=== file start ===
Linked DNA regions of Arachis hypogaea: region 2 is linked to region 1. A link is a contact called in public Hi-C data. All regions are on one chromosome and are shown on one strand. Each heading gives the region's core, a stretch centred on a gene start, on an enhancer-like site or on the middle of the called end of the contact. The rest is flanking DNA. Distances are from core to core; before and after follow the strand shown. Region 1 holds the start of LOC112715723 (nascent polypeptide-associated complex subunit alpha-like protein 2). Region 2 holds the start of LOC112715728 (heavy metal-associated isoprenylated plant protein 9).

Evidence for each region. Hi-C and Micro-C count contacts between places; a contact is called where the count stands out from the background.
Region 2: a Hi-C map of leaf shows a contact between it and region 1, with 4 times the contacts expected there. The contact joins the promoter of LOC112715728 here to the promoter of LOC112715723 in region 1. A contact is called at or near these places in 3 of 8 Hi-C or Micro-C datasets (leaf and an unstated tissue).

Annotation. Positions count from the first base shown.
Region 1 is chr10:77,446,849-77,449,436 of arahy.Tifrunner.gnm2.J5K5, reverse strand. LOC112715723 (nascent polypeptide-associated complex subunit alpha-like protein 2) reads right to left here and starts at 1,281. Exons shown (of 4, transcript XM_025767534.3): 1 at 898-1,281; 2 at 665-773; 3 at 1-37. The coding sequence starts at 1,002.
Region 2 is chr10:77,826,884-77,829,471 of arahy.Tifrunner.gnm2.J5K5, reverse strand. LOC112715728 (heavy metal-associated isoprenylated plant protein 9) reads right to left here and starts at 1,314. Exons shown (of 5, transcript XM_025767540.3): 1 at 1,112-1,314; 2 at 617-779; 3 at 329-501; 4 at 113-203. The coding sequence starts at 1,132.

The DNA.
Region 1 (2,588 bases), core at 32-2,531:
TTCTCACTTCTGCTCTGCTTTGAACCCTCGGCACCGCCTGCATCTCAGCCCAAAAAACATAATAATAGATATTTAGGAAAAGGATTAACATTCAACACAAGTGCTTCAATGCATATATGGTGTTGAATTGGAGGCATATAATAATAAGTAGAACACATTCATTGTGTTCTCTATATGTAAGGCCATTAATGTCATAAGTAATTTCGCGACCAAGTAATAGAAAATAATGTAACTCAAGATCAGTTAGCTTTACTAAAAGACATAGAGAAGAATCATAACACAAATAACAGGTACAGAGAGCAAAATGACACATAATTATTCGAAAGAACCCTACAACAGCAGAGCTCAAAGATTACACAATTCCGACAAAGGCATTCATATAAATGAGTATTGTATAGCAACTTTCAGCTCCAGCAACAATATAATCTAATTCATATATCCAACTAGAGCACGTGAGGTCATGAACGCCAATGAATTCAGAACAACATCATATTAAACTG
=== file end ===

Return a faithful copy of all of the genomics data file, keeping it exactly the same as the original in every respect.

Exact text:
Linked DNA regions of Arachis hypogaea: region 2 is linked to region 1. A link is a contact called in public Hi-C data. All regions are on one chromosome and are shown on one strand. Each heading gives the region's core, a stretch centred on a gene start, on an enhancer-like site or on the middle of the called end of the contact. The rest is flanking DNA. Distances are from core to core; before and after follow the strand shown. Region 1 holds the start of LOC112715723 (nascent polypeptide-associated complex subunit alpha-like protein 2). Region 2 holds the start of LOC112715728 (heavy metal-associated isoprenylated plant protein 9).

Evidence for each region. Hi-C and Micro-C count contacts between places; a contact is called where the count stands out from the background.
Region 2: a Hi-C map of leaf shows a contact between it and region 1, with 4 times the contacts expected there. The contact joins the promoter of LOC112715728 here to the promoter of LOC112715723 in region 1. A contact is called at or near these places in 3 of 8 Hi-C or Micro-C datasets (leaf and an unstated tissue).

Annotation. Positions count from the first base shown.
Region 1 is chr10:77,446,849-77,449,436 of arahy.Tifrunner.gnm2.J5K5, reverse strand. LOC112715723 (nascent polypeptide-associated complex subunit alpha-like protein 2) reads right to left here and starts at 1,281. Exons shown (of 4, transcript XM_025767534.3): 1 at 898-1,281; 2 at 665-773; 3 at 1-37. The coding sequence starts at 1,002.
Region 2 is chr10:77,826,884-77,829,471 of arahy.Tifrunner.gnm2.J5K5, reverse strand. LOC112715728 (heavy metal-associated isoprenylated plant protein 9) reads right to left here and starts at 1,314. Exons shown (of 5, transcript XM_025767540.3): 1 at 1,112-1,314; 2 at 617-779; 3 at 329-501; 4 at 113-203. The coding sequence starts at 1,132.

The DNA.
Region 1 (2,588 bases), core at 32-2,531:
TTCTCACTTCTGCTCTGCTTTGAACCCTCGGCACCGCCTGCATCTCAGCCCAAAAAACATAATAATAGATATTTAGGAAAAGGATTAACATTCAACACAAGTGCTTCAATGCATATATGGTGTTGAATTGGAGGCATATAATAATAAGTAGAACACATTCATTGTGTTCTCTATATGTAAGGCCATTAATGTCATAAGTAATTTCGCGACCAAGTAATAGAAAATAATGTAACTCAAGATCAGTTAGCTTTACTAAAAGACATAGAGAAGAATCATAACACAAATAACAGGTACAGAGAGCAAAATGACACATAATTATTCGAAAGAACCCTACAACAGCAGAGCTCAAAGATTACACAATTCCGACAAAGGCATTCATATAAATGAGTATTGTATAGCAACTTTCAGCTCCAGCAACAATATAATCTAATTCATATATCCAACTAGAGCACGTGAGGTCATGAACGCCAATGAATTCAGAACAACATCATATTAAACTG